A preschool teacher from Voronezh shared how children and educators react to military-themed Z-events, how they perceive Russia's invasion of Ukraine, and how the children await the return of their fathers who are participating in the invasion.
The Vedomosti media outlet has reviewed the new unified school textbook on the history of Russia and described how the chapter on the war in Ukraine is presented. According to the textbook, the reasons for the invasion are Ukraine's alleged desire to join NATO and obtain nuclear weapons. The paragraphs about Ukraine mention the persecution of "any dissent" in the country.
Shortly after Yevgeny Prigozhin’s [owner of the Wagner Group] rebellion, surveys among medical staff began in order to check their attitudes towards the war and Putin. Those who answered "incorrectly" were promised to be monitored and made to change their mind. However, after this information was made public and spread in the media, the surveys were stopped.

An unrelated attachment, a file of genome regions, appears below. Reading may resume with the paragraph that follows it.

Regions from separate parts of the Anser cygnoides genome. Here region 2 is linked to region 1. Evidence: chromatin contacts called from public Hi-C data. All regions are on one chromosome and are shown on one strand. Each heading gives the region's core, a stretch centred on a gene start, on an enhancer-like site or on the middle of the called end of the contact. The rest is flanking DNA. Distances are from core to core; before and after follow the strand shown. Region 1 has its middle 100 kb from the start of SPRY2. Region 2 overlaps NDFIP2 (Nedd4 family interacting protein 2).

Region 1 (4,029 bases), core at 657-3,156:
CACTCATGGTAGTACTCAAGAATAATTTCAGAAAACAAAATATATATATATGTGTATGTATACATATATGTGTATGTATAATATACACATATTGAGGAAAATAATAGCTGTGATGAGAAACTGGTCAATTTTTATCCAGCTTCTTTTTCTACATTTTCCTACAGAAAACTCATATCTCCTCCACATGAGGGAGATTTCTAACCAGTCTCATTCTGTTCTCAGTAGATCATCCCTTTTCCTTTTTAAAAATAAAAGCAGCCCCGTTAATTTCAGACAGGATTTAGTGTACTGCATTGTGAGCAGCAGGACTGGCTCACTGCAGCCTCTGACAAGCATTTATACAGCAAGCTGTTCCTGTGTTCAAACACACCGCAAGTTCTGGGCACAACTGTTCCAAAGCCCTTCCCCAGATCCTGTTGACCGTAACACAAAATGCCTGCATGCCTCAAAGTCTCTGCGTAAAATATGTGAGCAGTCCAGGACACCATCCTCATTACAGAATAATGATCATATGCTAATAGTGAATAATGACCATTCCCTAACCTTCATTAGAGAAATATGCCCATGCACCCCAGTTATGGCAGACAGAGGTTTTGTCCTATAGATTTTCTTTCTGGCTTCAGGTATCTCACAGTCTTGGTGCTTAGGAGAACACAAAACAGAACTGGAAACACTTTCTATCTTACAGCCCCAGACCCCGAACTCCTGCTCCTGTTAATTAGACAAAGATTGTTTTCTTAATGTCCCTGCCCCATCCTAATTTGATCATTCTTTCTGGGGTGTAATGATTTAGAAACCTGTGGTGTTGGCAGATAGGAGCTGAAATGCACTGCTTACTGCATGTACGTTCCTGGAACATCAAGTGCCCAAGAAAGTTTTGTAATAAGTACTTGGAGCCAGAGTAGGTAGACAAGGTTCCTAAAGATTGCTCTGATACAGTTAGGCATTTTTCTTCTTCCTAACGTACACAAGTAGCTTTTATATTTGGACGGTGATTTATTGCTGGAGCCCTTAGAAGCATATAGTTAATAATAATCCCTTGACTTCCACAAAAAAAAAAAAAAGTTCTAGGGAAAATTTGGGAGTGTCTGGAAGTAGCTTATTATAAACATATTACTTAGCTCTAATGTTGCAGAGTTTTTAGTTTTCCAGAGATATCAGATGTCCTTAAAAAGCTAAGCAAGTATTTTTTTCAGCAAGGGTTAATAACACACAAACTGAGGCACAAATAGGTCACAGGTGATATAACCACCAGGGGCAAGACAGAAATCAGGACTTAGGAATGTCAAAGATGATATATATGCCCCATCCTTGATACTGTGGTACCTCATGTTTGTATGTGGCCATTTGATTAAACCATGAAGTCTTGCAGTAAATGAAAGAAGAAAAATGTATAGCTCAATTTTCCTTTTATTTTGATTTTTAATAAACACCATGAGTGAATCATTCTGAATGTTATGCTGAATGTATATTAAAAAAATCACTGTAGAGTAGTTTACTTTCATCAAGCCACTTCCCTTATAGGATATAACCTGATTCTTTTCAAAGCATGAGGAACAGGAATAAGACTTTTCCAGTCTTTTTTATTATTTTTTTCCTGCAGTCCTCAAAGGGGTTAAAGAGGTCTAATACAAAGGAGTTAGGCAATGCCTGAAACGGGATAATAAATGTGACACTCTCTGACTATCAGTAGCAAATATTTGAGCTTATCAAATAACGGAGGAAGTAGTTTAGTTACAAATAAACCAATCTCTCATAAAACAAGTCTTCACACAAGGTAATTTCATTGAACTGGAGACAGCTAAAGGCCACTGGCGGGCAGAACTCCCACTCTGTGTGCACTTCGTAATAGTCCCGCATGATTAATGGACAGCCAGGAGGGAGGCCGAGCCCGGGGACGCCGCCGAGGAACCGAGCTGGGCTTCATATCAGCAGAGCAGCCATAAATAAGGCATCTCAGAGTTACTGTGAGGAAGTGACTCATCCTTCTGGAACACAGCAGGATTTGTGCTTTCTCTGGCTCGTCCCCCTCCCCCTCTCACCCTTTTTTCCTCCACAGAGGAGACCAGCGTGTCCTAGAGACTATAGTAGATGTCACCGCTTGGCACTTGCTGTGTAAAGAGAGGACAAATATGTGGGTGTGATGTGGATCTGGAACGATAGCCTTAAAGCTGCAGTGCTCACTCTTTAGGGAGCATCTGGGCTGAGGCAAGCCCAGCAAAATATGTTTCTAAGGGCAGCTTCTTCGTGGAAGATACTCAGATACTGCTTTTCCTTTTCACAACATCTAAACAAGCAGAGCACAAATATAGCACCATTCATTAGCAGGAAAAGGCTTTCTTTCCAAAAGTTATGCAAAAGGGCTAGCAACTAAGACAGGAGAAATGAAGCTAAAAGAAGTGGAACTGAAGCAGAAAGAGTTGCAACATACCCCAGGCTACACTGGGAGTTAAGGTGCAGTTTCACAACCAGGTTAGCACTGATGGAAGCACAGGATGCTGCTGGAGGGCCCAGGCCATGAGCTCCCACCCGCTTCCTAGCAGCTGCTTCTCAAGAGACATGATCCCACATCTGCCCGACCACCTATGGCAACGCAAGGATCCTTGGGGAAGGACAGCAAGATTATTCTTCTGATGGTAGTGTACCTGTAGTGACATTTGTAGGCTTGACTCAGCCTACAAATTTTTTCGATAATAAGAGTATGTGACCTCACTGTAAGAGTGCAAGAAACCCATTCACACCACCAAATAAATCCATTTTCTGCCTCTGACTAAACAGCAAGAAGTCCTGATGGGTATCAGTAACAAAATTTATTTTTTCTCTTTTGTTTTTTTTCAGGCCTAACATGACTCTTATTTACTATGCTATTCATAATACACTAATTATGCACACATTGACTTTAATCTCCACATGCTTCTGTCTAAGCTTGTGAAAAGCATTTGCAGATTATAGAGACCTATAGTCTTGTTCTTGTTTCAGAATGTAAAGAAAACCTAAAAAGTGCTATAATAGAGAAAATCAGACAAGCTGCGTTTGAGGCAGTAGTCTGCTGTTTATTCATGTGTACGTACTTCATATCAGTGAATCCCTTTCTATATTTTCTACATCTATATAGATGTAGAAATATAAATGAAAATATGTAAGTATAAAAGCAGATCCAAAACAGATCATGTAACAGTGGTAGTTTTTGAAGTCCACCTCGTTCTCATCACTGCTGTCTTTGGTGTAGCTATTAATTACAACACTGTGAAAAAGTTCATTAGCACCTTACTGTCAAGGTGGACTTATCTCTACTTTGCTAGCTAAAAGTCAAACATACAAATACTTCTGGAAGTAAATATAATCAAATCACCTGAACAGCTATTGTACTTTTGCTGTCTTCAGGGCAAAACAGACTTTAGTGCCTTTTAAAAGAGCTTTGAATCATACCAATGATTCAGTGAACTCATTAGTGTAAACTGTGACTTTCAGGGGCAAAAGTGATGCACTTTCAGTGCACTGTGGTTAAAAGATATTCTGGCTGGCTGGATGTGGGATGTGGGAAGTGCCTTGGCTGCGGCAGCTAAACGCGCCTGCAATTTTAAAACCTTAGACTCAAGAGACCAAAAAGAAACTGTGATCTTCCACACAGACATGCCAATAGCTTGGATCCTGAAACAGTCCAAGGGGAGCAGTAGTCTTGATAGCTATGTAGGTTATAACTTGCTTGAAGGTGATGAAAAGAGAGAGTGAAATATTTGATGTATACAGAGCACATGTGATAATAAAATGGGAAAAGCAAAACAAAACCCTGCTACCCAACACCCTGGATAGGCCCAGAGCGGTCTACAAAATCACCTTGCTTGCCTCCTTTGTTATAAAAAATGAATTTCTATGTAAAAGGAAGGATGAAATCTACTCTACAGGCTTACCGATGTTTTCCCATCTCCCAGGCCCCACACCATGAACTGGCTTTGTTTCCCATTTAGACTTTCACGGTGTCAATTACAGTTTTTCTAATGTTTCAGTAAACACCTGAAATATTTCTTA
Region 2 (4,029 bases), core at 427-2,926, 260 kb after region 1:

In Samara, a military hospital is being expanded. A new medical building worth 1.7 billion rubles [$ 18.5 million] will have been constructed by the end of next year. Member of the State Duma Alexander Khinshtein announced that the new building is primarily intended for participants in the war in Ukraine.
The Lyudi Baikala [People of Baikal] independent media outlet interviewed Leonid Sinegribov, a miraculously saved former prisoner of a German concentration camp and a supporter of Russia’s invasion of Ukraine, who organized an exhibition called "Donbas: Crimes Without Statute of Limitations." At the exhibition, portraits of military men who distinguished themselves participating in the "special military operation" are displayed alongside information about prisoners of fascist concentration camps. In addition, journalists spoke to his son Vadim, who lives in Kyiv.